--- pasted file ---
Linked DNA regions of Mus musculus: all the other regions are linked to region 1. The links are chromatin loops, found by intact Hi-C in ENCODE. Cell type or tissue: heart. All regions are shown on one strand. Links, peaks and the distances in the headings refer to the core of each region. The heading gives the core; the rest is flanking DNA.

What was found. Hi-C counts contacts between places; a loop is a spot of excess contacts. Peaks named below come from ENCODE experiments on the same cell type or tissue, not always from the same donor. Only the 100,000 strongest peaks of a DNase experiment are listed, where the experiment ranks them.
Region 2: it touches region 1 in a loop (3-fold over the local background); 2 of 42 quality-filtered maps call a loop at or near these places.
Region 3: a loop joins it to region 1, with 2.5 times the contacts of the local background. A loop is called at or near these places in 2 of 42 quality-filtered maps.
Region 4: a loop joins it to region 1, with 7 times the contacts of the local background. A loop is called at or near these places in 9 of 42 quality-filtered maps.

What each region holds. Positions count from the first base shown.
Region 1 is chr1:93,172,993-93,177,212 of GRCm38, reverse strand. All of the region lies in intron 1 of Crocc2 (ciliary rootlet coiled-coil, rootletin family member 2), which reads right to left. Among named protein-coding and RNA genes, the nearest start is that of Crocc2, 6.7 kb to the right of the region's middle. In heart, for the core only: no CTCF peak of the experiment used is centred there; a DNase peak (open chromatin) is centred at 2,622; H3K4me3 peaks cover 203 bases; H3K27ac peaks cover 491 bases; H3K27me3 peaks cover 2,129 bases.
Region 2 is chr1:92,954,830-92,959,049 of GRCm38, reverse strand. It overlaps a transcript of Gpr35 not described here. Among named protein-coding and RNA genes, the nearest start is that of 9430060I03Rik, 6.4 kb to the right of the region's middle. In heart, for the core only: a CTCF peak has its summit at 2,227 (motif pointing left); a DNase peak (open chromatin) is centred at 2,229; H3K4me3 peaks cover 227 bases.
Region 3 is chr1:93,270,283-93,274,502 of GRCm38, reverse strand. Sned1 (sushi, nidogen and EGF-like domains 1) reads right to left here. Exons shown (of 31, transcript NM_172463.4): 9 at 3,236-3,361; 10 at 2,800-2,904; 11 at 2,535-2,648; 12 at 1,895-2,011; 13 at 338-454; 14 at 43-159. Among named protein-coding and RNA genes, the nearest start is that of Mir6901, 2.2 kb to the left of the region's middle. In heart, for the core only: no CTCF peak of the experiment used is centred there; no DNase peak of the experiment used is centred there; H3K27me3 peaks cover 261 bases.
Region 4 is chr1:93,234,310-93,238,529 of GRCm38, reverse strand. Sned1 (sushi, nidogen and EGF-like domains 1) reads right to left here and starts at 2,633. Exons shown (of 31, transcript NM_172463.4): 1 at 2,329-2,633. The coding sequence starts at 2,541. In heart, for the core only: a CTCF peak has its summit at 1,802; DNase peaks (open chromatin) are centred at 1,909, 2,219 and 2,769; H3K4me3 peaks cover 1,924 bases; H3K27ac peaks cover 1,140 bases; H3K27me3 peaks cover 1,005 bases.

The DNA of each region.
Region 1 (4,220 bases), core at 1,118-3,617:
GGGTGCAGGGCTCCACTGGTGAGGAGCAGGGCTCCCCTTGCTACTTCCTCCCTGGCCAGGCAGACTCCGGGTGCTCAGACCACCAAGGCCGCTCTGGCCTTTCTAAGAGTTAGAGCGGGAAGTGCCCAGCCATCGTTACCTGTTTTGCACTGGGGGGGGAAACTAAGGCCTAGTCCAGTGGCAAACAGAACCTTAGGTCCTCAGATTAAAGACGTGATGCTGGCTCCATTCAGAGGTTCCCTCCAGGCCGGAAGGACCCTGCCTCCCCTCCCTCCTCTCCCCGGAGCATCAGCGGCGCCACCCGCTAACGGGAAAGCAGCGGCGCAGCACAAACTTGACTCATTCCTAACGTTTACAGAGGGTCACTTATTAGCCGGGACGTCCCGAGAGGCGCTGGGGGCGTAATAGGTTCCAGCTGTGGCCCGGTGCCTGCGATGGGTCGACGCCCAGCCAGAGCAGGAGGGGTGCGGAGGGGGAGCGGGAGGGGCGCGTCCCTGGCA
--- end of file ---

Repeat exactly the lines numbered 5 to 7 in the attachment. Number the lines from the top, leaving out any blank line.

Region 4: a loop joins it to region 1, with 7 times the contacts of the local background. A loop is called at or near these places in 9 of 42 quality-filtered maps.

What each region holds. Positions count from the first base shown.
Region 1 is chr1:93,172,993-93,177,212 of GRCm38, reverse strand. All of the region lies in intron 1 of Crocc2 (ciliary rootlet coiled-coil, rootletin family member 2), which reads right to left. Among named protein-coding and RNA genes, the nearest start is that of Crocc2, 6.7 kb to the right of the region's middle. In heart, for the core only: no CTCF peak of the experiment used is centred there; a DNase peak (open chromatin) is centred at 2,622; H3K4me3 peaks cover 203 bases; H3K27ac peaks cover 491 bases; H3K27me3 peaks cover 2,129 bases.